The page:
In an escalation of the lawsuit salvos fired between wireless software and handheld players, Research
In Motion said Wednesday that it has filed a third lawsuit against its would-be rival upstart Good
Waterloo, Ontario’s RIM alleged in a third lawsuit in the U.S. District Court for the District of Delaware that Good Technology has
engaged in unfair competition, false advertising, trademark infringement and trademark dilution concerning the use of RIM and its
As with the previous two suits, RIM is asking the court for preliminary and permanent injunctive relief and an award of monetary
damages. Moreover, RIM further asserts that Sunnyvale, Calif.’s Good Technology was well aware that it was infringing on RIM’s
rights and would like the court to award extra monetary damages for Good’s infringement as well as attorneys’ fees and costs to RIM.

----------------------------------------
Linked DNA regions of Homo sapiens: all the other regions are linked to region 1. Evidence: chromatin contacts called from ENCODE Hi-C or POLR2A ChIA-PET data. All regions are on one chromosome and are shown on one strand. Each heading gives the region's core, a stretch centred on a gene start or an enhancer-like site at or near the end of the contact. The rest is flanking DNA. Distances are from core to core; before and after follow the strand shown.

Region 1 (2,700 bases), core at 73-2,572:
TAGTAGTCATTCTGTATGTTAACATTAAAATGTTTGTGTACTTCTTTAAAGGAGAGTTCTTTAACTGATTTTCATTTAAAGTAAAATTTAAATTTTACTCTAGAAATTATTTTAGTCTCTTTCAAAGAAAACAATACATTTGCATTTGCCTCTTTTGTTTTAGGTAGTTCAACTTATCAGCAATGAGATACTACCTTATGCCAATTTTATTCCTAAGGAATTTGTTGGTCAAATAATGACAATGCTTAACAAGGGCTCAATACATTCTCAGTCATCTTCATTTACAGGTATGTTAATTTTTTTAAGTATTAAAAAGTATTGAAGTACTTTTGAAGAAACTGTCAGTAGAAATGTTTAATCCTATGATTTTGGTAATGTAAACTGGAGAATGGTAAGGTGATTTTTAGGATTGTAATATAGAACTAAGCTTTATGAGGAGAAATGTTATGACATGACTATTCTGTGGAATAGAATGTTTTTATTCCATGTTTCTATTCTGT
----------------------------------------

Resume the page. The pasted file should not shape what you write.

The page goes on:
Good announced its intention to take on RIM in May 2002 and,
aside from some product announcements, has been garnering more attention for its legal maneuvers. In fact, Good, in anticipation of
being sued by RIM, struck first, suing RIM a couple of weeks after announcing its existence.
On May 28, Good sued RIM, alleging that the Canadian
company’s patent for unified e-mail was invalid. Legal experts said it is not uncommon for firms who believe they are going to be
sued to sue first in self-defense.
RIM confirmed Good’s suspicions by filing its first suit in
June, alleging that Good’s products and services infringe on four RIM patents within RIM’s Wireless Integration Patent Portfolio.
In July 2002, RIM filed a separate complaint against Good,
claiming that the outfit’s technology infringes on a portion of RIM’s Copyright Portfolio associated with the user interface on
RIM’s line of BlackBerry Wireless Handhelds.
A RIM spokesperson would not comment due to the various litigations, butthe firm noted in a public release that it is checking to see if
more of its rights have been violated by the startup.